Tag Archives: Oxychilus

Oxychilus draparnaudi

Dark-bodied Glass-snail

Oxychilus draparnaudi, Ottawa, 2016

Oxychilus draparnaudi, Ottawa, 2016.

The somewhat unimaginatively named Dark-bodied Glass-snail — “Inky Blue Glass-snail” might have been better — is one of three species of terrestrial snail belonging to the genus Oxychilus in Canada. (Oxychilus alliarius and O. cellarius are the others.) Among these three species, this one is perhaps the most widely distributed, having been reported from Atlantic and Central Canada, as well as British Columbia. Many unpublished records exist in collections.

This photo was taken in an urban “wasteland” ravine in Ottawa in 2016.

Previous photos of this species are here  and here.

Mollusca of the Plains of Abraham

Search fails to find Monacha cantiana

Ever since writing the account of Monacha cantiana (Montagu, 1803) for the book Identifying Land Snails and Slugs in Canada … (Grimm et al. 2010), the question has been whether this species remains at Québec city. In the 1890s M. cantiana was reported in the thousands along the cliffs near the Plains of Abraham and below the citadel (Hanham 1897). This is a European introduction and is why it was featured in our book. We wrote that it was not found there recently, on the advice of others and notes written by Wayne Grimm on the subject. I hadn’t been able to visit Québec and check myself until now.

Plains of Abraham

The Plains of Abraham today.

Monacha cantiana, a European example

Monacha cantiana, a European example.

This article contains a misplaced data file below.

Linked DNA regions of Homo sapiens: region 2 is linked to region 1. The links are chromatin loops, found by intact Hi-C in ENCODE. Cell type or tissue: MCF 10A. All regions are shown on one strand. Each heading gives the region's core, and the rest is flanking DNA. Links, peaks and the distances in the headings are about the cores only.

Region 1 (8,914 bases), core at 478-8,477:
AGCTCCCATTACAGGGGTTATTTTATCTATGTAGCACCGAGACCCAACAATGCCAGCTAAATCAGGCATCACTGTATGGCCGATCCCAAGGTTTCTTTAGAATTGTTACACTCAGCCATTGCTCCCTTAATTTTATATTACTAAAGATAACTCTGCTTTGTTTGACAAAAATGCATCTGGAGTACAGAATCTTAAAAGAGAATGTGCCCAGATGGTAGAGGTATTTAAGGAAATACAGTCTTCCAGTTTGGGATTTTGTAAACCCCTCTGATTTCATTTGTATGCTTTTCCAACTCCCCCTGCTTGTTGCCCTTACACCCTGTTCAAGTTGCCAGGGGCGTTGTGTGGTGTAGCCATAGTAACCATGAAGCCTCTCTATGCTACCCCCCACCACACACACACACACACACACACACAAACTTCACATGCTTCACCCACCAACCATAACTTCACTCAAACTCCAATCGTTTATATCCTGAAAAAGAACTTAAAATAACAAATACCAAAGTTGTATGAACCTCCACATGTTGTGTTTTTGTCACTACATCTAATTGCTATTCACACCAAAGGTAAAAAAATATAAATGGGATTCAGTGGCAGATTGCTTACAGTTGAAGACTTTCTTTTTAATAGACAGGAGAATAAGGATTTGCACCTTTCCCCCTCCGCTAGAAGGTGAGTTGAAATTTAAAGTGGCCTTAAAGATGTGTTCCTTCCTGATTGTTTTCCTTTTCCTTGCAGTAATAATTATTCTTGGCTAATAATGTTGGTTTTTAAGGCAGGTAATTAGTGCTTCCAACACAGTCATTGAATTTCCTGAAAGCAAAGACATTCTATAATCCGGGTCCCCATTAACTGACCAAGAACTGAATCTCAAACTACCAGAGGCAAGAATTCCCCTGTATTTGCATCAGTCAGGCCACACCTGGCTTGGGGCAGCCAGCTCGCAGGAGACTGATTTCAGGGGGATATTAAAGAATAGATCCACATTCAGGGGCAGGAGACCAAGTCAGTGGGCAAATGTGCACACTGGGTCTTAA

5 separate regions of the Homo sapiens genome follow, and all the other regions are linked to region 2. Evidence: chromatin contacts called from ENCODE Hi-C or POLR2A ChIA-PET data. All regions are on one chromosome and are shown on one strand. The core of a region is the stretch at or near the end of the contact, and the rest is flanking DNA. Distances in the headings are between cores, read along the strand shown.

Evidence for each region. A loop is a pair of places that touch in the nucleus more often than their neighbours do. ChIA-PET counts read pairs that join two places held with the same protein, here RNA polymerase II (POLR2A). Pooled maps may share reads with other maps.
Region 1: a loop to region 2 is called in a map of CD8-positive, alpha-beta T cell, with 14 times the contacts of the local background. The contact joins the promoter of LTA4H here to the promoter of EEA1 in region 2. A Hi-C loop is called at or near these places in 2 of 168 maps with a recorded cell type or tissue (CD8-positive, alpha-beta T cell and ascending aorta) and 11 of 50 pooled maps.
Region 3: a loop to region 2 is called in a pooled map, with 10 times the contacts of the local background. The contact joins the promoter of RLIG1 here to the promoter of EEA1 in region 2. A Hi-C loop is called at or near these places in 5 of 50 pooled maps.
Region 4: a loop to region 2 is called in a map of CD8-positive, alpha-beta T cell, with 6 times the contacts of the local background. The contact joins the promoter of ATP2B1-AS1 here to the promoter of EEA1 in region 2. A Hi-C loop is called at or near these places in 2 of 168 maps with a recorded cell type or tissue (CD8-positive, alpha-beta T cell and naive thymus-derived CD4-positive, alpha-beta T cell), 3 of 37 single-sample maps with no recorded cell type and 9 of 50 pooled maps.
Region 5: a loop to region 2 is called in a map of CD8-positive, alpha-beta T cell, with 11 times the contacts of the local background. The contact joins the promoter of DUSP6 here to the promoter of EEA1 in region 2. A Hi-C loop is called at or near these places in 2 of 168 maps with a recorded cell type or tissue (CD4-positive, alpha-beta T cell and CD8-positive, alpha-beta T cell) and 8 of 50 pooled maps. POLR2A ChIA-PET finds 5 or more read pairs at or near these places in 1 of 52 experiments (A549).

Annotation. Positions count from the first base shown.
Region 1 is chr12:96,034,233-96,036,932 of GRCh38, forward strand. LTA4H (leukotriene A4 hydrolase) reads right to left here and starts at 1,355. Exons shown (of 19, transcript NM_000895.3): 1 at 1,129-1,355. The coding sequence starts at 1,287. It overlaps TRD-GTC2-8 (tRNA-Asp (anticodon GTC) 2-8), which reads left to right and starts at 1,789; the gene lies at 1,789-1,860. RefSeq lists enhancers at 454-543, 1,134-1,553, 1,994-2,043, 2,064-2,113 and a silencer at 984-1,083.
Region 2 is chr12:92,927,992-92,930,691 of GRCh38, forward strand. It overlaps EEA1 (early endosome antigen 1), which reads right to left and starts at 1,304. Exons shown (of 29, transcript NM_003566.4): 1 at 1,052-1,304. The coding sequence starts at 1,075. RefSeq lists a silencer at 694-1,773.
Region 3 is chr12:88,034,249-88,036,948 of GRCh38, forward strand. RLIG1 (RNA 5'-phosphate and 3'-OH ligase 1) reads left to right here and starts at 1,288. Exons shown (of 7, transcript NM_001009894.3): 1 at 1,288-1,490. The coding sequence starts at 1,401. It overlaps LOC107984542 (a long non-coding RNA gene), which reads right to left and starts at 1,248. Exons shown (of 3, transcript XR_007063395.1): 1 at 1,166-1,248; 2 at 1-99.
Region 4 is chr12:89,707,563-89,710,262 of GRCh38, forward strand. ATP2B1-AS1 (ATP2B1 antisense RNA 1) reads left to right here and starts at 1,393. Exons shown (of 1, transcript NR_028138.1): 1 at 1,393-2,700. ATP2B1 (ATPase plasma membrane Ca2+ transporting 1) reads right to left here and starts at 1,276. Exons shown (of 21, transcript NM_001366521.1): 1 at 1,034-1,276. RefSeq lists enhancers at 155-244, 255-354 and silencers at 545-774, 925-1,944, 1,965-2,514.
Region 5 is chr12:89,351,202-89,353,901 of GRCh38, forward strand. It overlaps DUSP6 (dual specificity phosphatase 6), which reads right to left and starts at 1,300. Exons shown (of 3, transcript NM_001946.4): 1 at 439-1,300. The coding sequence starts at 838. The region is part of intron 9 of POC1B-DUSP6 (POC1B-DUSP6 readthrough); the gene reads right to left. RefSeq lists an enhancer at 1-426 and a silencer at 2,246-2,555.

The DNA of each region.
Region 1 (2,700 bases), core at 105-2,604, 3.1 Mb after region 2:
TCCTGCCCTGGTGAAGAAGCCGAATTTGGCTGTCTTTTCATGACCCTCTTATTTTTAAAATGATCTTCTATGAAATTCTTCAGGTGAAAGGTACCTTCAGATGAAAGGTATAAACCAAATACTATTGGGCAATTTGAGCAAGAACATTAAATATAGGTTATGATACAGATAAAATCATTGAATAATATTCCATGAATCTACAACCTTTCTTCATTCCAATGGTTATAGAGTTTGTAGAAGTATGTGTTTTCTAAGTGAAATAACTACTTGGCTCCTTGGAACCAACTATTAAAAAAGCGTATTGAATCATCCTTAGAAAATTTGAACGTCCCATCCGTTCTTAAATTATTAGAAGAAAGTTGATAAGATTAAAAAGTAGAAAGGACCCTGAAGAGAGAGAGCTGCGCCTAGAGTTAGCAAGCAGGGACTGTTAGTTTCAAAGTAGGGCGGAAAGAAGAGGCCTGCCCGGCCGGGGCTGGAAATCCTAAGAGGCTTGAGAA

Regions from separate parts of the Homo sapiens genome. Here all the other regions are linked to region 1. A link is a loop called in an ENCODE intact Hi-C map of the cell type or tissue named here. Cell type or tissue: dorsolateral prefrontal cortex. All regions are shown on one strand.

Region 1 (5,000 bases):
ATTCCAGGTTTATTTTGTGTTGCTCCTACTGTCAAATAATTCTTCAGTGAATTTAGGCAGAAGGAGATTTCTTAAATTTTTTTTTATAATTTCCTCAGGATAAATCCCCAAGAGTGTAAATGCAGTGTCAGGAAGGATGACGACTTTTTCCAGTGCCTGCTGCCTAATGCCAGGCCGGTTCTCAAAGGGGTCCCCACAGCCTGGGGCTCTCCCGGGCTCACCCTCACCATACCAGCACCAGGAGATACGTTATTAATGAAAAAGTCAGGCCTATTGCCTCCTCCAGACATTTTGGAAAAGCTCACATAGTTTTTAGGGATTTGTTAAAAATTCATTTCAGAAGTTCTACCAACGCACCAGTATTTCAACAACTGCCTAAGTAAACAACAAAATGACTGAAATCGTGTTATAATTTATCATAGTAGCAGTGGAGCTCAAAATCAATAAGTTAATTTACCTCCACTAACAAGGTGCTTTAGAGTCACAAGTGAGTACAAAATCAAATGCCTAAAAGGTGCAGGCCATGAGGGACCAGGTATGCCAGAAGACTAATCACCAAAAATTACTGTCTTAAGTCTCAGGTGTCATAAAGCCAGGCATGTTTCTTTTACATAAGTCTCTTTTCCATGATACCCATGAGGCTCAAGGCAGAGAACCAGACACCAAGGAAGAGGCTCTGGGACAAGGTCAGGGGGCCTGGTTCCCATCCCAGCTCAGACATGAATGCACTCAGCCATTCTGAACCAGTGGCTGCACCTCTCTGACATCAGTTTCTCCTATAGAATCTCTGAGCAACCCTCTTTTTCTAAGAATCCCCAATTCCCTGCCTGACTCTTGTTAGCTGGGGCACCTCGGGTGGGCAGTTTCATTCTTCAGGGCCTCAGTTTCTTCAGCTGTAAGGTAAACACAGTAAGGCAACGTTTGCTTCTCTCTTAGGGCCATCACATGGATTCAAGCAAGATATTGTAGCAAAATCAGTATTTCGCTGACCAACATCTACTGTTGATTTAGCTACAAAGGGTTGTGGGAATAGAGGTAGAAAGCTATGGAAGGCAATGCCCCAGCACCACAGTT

My first impression of the site(s) was that there’s little chance that Monacha cantiana is alive there today. The Plains of Abraham are largely mowed-lawn, gardens, and scattered shrubs, bordered on its lower flank by a wooded slope. The slope itself is shaded with hardwoods, but the understory is thinly vegetated and, while coarse woody debris is abundant, leaf litter is thin and the soil eroding in places. I would have expected M. cantiana not to be in the woods anyway; as we remarked in our book, M. cantiana is an open-land species, living along roads, railways, in quarries and field edges (Grimm et al. 2010).

The woods on the slope below the Plains of Abraham

The woods on the slope below the Plains of Abraham.

It is hard to say where “below” the citadel the original record came from, but not much habitat appropriate for this species occurs there today. There certainly wasn’t any dead shells of any large snails evident, including shells of Cepaea hortensis (Müller, 1774), which was recorded there by what may well have been Québec’s earliest malacologist, “Mrs. William Sheppard” (Sheppard 1830).

My list is only preliminary but found in the wooded slope were the snails Oxychilus draparnaudi (Beck, 1837) (shown below), Cochlicopa lubrica (Müller, 1774), Trochulus striolatus (C. Pfeiffer, 1828) and Haplotrema concavum (Say, 1829), and the slugs Deroceras reticulatum (Müller, 1774) and at least two Arion spp.

Oxychilus draparnaudi

Oxychilus draparnaudi.

Literature Cited

  • Grimm, F. W., R. G. Forsyth, F. W. Schueler, & A. Karstad. 2009 [2010]. Identifying Land Snails and Slugs in Canada: Introduced Species and Native Genera. Canadian Food Inspection Agency, Ottawa. iv+168.
  • Hanham, A.W. 1897. Notes on the land shells of Quebec City and District. The Nautilus 10(9): 98-102.
  • Sheppard, Mrs. W. 1830. Mrs. Sheppard of Woodfield on the recent shells which characterize Quebec and its environs. Transactions of the Literary and Scientific Society of Quebec for 1829 1: 188-198.